THE COURIERS OF THE JEWISH
UNDERGROUND IN POLAND
DURING THE HOLOCAUST
The Fritzes will not take me alive.
Three children were notable couriers or "runners" from the ghetto in Minsk, the capital of Byelorussia. They specialized in leading Jews out of the ghetto and to partisan units in the surrounding forest. One of these children was twelve-year-old Sima, an orphan whose parents had been murdered in the first Aktion in Minsk. She became the primary contact between the resistance in Minsk and the forest partisans on its outer reaches. Sima, like many couriers, had Aryan features: blonde hair, blue eyes, and, "dimples that showed when she talked."59 Three times a week she led groups of Jews in their escape from Minsk to the Staroje-Sielo forests, a distance of twenty-five kilometers. She would leave the ghetto through an opening underneath the barbed wire fence, or through the cemetery. Nights when she couldn't re-enter the ghetto she spent without food in a bombed out building on the city's edge. In the morning, she would join a column of Jews returning to the ghetto from a day of forced labor.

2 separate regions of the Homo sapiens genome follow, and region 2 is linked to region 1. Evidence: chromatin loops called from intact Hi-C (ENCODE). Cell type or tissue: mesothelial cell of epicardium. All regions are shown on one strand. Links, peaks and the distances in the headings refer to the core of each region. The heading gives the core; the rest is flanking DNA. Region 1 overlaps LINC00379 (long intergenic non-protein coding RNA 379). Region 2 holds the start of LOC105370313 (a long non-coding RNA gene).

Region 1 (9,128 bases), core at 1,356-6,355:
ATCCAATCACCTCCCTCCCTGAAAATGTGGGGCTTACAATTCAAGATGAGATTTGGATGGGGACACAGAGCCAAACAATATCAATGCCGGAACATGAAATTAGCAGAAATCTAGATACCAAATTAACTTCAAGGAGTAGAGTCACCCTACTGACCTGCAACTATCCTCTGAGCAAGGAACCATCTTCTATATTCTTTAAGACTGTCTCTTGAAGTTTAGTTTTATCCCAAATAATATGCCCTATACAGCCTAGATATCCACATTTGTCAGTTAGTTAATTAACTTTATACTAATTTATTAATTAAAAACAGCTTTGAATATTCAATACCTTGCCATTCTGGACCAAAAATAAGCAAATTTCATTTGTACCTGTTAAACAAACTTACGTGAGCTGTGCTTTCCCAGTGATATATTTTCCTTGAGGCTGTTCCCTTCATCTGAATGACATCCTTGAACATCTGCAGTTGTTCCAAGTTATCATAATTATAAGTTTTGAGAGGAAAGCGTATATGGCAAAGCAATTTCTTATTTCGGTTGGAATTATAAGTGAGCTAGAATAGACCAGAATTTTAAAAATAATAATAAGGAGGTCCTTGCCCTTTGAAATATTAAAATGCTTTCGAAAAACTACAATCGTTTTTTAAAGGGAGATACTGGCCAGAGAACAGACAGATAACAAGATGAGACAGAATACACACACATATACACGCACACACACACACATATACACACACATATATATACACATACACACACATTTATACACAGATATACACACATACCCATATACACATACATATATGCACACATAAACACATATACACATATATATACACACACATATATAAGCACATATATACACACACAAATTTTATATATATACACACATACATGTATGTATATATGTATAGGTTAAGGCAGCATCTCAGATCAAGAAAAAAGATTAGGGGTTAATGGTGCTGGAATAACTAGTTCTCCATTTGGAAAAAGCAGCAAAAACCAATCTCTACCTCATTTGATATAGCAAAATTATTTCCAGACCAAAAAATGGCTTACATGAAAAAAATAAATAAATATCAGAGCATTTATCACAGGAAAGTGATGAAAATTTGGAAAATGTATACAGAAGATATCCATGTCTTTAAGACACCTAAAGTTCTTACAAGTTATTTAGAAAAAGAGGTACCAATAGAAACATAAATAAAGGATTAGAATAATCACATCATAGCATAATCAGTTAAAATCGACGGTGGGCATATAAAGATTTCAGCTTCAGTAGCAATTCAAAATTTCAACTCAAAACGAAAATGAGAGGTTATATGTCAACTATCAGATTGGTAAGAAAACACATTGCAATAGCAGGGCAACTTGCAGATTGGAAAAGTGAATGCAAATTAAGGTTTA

Jacob Greenstein, a surviving member of the Minsk underground remembered her:
No assignment was too difficult for Sima. Before going out on a mission she listened carefully to the given instructions, then repeat what she was told, trying hard not to miss a single word. Her small pistol was always in the special pocket sewn into her coat. Before starting out, she would always point to it and say, 'Don't worry, the Fritzes will not take me alive.'60
Unlike over one million Jewish children, Sima survived the Holocaust. When the Minsk ghetto was liquidated, she joined the combat operations of a forest partisan unit. After the Red Army drove the Germans out, Sima marched in a parade through Minsk with other decorated partisans.